Angola held the one-year rotational presidency of the Southern Africa Development Community (SADC) until August 2012. During its term, the authorities contributed to the approval of the regional infrastructure plan and to the preliminary inventory of regional priority projects. It is as well worth noting that Angola joined the SADC Trade Protocol in 2003 which envisaged the launch of a free trade area in 2008. However, Angola has since failed to submit a tariff-dismantling offer. As a result, the country is a member of the SADC but is not from presently on part of its free trade area. The government of Angola launched a strategy to enhance integrated infrastructure linkages within the SADC region. Two major railway corridors are envisaged as part of this strategy, namely: Moçâmedes-Cunene (with prospective link with Namibia in the south), and Lobito-Zambia and the Democratic Republic of the Congo.

Angola’s external position remains favourable, though the balance of payments is vulnerable to external shocks. The country’s current account (without grants) improved significantly from a deficit of 9.9% of GDP in 2009, to a surplus of 8.2% in 2012, mostly due to increased oil and gas exports. However, it is likely to drop to 7.6% of GDP in 2014, owing to a rising import bill on capital goods. The balance of payments has followed a similar trajectory, improving from a deficit of 8.6% of GDP in 2009 to a surplus of 6.1% in 2012. The IMF projects a positive balance of 1.7% of GDP for 2013 bolstered by favourable terms of trade. The trade balance almost doubled from 24.2% in 2009 to 40.3% in 2012 but is set to decline to 37.8% in 2014 owing to rising imports needed in the public infrastructure rehabilitation.

Angolan exports remain concentrated on oil and petroleum products, mainly directed to China, USA, India, and Chinese Taipei, while imports are mostly dominated by transport materials, vehicles and metal equipment from Portugal, China, Brazil, USA, and France. Angola’s export competitiveness and labour productivity remain low since the lack of access to water, energy and transport services constitutes the major bottleneck for private sector competitiveness. Foreign direct investment (FDI) inflows stood at USD 9.9 billion in 2012 and were mostly channelled to pre-salt oil field investments. China recently surpassed the USA as Angola’s major trading partner and its official co-operation with Angola is dominated by concessional loans to finance infrastructure development programmes. The China Petroleum and Chemical Corporation (Sinopec), which acquired its initial stake in an Angolan oil block in 2004, has recently been granted minority stakes in two new oil exploration blocks awarded to Cobalt and BP. A lot of other nations notably Brazil, Portugal, Germany and the USA have made credit lines available to facilitate and promote their own-country exports to Angola.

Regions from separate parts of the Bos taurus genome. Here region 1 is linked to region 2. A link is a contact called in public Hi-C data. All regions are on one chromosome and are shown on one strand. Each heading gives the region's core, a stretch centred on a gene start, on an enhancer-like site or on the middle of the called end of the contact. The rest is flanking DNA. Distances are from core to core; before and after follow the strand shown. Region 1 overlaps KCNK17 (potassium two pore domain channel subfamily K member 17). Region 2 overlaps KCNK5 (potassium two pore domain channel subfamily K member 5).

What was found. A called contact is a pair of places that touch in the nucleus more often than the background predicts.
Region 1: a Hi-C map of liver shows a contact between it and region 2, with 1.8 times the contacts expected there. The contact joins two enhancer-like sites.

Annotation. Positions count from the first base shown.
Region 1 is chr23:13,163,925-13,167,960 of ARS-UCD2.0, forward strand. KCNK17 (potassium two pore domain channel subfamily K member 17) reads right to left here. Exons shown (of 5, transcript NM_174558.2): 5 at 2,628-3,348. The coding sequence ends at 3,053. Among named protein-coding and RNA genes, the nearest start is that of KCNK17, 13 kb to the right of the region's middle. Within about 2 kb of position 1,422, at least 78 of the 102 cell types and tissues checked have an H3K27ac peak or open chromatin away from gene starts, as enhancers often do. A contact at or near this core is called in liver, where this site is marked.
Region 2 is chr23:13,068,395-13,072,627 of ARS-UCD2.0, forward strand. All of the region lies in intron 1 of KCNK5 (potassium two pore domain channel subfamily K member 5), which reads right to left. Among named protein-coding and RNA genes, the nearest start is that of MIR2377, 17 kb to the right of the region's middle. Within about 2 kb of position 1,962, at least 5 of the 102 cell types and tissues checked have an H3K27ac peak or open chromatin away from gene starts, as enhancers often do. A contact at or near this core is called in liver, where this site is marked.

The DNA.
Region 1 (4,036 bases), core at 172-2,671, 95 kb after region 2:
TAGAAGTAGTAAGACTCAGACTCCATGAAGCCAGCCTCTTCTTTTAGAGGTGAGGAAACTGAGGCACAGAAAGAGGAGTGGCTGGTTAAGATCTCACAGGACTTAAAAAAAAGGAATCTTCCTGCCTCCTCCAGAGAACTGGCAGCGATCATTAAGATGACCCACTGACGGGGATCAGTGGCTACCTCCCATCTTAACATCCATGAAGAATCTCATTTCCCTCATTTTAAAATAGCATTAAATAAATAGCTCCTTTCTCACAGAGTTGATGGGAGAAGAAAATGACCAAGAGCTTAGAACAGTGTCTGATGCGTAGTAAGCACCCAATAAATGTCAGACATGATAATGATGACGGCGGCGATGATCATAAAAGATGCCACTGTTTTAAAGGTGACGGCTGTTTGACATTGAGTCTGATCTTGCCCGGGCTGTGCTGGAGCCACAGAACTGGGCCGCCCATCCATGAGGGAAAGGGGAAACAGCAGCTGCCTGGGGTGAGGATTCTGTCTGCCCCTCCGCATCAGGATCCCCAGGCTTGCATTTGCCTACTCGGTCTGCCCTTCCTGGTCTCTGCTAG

Table 4: Current Account (% of GDP)

  2004 2009 2010 2011 2012 2013 2014
Trade balance 42.5 24.2 41.2 45 40.3 38.5 37.8
Exports of goods (f.o.b.) 75 54.2 61.4 64.4 58.1 55.3 53.5
Imports of goods (f.o.b.) 32.5 30 20.2 19.4 17.8 16.7 15.7
Services -24.9 -24.6 -21.7 -23.4 -21.5 -20.6 -20.1
Factor income -13.8 -9 -9.9 -11.6 -10.2 -9.5 -9.8
Current transfers 0 -0.5 -0.5 -0.5 -0.4 -0.4 -0.3
Current account balance 3.8 -9.9 9.1 9.6 8.2 8.1 7.6

Figures for 2012 are estimates; for 2013 and later are projections.\\\"statlink\\\"

Debt Policy

Angola’s total public deficit stood at USD 32.1 billion in 2012, slightly lower than the USD 32.8 billion recorded in 2011. Domestic public deficit as well declined from USD 12.3 billion in 2011 to USD 10.2 billion as a result of the cessation of the Central Bank’s financing operations to the treasury.  In contrast, the country’s external deficit increased from USD 20.5 billion in 2011 to USD 22 billion in 2012, with most of it being channelled to infrastructure investment in ports, railways and roads. About USD 13.3 billion of the current total public external deficit is owed to commercial banks; USD 8.3 billion to official creditors and USD 1.3 billion to the IMF. The national-owned oil company, Sonangol, has by presently a total of USD 10.2 billion in external deficit to fund its investment expansion programme that includes the LNG refinery and the upgrade of its FPSO facilities.

In 2012 the IMF Deficit Sustainability Analysis (DSA) showed that Angola’s deficit position is sustainable. The external public deficit-to-GDP ratio decreased marginally from 19.7% in 2011 to 19.5% in 2012 but it is expected to increase gradually to 20.4% of GDP in 2013. However, this analysis is based solely on public sector external deficit as the government does not from presently on have private sector deficit statistics. Sonangol, the national oil company, is a large external borrower. The in general public deficit-to-GDP ratio declined from 31.5% of GDP in 2010 to 28.5% in 2011 but it is expected to increase to 30.6% of GDP in 2013. Domestic deficit of national-owned enterprises (SOEs) is not currently captured by the deficit statistics.